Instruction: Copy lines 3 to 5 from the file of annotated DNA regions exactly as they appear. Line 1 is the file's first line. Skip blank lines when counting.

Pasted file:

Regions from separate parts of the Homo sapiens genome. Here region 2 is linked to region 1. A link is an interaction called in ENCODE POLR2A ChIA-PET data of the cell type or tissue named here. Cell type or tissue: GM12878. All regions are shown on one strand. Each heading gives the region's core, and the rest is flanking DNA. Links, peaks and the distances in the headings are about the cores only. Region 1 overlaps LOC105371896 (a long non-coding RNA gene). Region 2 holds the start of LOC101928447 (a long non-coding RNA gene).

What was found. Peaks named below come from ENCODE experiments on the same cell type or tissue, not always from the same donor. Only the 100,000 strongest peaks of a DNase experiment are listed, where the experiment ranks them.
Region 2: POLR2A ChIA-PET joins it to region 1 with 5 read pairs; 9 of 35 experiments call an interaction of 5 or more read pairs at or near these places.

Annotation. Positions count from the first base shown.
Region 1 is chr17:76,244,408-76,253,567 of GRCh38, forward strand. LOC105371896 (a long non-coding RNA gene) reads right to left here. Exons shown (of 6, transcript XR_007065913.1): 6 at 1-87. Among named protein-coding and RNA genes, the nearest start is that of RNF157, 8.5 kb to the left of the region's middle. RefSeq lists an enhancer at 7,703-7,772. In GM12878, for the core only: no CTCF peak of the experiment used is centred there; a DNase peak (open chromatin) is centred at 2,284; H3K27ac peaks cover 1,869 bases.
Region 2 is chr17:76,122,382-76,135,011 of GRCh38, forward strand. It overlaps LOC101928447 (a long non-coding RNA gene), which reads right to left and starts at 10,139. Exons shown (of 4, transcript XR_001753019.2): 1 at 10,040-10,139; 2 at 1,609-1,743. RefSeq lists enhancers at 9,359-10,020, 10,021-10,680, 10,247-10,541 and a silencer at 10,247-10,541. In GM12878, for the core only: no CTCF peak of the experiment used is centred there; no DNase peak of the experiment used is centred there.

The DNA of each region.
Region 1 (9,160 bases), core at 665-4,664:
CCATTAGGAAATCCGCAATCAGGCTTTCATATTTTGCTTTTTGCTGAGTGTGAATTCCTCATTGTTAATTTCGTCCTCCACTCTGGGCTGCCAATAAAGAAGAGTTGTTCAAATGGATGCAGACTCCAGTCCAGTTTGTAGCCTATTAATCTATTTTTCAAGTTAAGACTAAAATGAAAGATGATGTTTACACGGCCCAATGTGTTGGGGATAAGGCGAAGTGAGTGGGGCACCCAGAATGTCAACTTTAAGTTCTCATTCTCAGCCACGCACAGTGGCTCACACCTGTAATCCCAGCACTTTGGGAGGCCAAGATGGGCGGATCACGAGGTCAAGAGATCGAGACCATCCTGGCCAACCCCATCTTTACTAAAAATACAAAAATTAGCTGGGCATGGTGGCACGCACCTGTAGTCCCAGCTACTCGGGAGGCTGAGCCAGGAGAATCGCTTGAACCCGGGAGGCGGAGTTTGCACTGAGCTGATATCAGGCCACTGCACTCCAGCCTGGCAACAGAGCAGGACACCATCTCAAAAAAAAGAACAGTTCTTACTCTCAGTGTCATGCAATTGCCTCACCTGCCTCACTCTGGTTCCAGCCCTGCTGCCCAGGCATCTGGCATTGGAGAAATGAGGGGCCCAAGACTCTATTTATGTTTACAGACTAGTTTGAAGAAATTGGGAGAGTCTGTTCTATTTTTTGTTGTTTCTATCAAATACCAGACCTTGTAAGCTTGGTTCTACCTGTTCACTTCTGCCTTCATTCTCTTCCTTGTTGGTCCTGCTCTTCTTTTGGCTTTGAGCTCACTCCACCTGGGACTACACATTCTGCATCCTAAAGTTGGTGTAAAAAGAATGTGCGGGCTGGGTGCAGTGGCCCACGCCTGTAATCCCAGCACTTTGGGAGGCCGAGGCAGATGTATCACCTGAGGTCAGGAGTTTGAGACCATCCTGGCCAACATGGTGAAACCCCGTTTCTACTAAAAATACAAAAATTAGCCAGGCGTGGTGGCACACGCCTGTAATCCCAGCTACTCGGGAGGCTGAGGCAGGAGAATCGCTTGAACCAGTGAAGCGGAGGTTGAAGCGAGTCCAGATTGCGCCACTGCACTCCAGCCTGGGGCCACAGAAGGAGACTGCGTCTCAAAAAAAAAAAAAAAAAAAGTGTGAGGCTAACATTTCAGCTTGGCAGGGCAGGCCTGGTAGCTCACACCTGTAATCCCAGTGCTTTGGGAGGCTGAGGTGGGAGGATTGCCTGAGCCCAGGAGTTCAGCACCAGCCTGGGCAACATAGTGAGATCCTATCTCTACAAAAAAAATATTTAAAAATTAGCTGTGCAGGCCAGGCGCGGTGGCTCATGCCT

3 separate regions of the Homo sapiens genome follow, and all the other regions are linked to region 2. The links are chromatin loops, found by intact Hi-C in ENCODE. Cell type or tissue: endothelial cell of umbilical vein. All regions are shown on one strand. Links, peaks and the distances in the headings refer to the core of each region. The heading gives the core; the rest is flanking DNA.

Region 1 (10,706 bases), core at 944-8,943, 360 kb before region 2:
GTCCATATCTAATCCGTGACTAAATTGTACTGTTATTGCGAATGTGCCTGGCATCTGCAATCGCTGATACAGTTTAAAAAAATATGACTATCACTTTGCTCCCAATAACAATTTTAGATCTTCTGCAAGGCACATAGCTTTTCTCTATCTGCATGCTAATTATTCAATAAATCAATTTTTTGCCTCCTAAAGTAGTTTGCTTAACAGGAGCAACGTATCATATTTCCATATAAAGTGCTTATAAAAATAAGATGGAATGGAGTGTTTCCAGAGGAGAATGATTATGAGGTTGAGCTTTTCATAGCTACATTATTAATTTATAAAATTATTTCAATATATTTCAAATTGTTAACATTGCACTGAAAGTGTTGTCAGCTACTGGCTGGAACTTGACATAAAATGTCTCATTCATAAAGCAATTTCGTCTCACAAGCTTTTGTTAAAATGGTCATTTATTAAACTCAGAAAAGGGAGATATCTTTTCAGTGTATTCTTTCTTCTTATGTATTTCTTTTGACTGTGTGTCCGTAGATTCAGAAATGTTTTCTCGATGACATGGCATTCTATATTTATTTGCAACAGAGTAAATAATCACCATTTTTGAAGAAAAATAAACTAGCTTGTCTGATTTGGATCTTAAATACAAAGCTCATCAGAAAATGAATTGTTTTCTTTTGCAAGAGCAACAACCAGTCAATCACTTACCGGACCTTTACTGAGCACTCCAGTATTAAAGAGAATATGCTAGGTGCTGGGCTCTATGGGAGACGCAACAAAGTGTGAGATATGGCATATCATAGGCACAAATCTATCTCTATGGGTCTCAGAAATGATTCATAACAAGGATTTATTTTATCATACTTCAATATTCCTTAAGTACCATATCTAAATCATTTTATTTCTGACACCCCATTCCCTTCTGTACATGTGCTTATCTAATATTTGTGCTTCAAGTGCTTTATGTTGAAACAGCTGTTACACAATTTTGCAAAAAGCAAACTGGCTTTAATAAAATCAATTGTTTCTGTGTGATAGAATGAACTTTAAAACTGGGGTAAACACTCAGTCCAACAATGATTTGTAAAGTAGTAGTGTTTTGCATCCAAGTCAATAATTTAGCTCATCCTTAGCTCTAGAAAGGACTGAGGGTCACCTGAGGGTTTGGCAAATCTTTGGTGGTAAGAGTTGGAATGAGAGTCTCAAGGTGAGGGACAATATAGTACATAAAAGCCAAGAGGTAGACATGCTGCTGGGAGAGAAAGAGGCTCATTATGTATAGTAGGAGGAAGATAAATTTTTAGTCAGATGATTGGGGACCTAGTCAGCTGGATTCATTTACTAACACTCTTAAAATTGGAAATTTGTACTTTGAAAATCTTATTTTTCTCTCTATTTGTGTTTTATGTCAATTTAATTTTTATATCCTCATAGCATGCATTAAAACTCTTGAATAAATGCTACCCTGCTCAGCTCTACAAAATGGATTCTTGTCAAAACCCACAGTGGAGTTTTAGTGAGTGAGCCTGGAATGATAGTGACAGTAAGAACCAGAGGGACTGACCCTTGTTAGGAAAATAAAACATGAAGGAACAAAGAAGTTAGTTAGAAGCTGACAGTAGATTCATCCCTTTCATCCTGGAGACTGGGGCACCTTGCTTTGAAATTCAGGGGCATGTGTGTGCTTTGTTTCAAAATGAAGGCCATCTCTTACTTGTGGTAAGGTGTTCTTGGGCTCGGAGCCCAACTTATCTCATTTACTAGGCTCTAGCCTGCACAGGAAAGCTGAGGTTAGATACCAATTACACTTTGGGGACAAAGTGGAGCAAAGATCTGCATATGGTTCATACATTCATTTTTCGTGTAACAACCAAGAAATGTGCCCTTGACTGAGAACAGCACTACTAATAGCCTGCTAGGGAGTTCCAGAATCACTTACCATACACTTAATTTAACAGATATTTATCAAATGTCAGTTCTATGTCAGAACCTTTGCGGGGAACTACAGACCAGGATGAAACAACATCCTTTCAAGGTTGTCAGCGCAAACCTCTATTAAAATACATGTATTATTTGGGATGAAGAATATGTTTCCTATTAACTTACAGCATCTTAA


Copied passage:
Region 2: POLR2A ChIA-PET joins it to region 1 with 5 read pairs; 9 of 35 experiments call an interaction of 5 or more read pairs at or near these places.

Annotation. Positions count from the first base shown.
Region 1 is chr17:76,244,408-76,253,567 of GRCh38, forward strand. LOC105371896 (a long non-coding RNA gene) reads right to left here. Exons shown (of 6, transcript XR_007065913.1): 6 at 1-87. Among named protein-coding and RNA genes, the nearest start is that of RNF157, 8.5 kb to the left of the region's middle. RefSeq lists an enhancer at 7,703-7,772. In GM12878, for the core only: no CTCF peak of the experiment used is centred there; a DNase peak (open chromatin) is centred at 2,284; H3K27ac peaks cover 1,869 bases.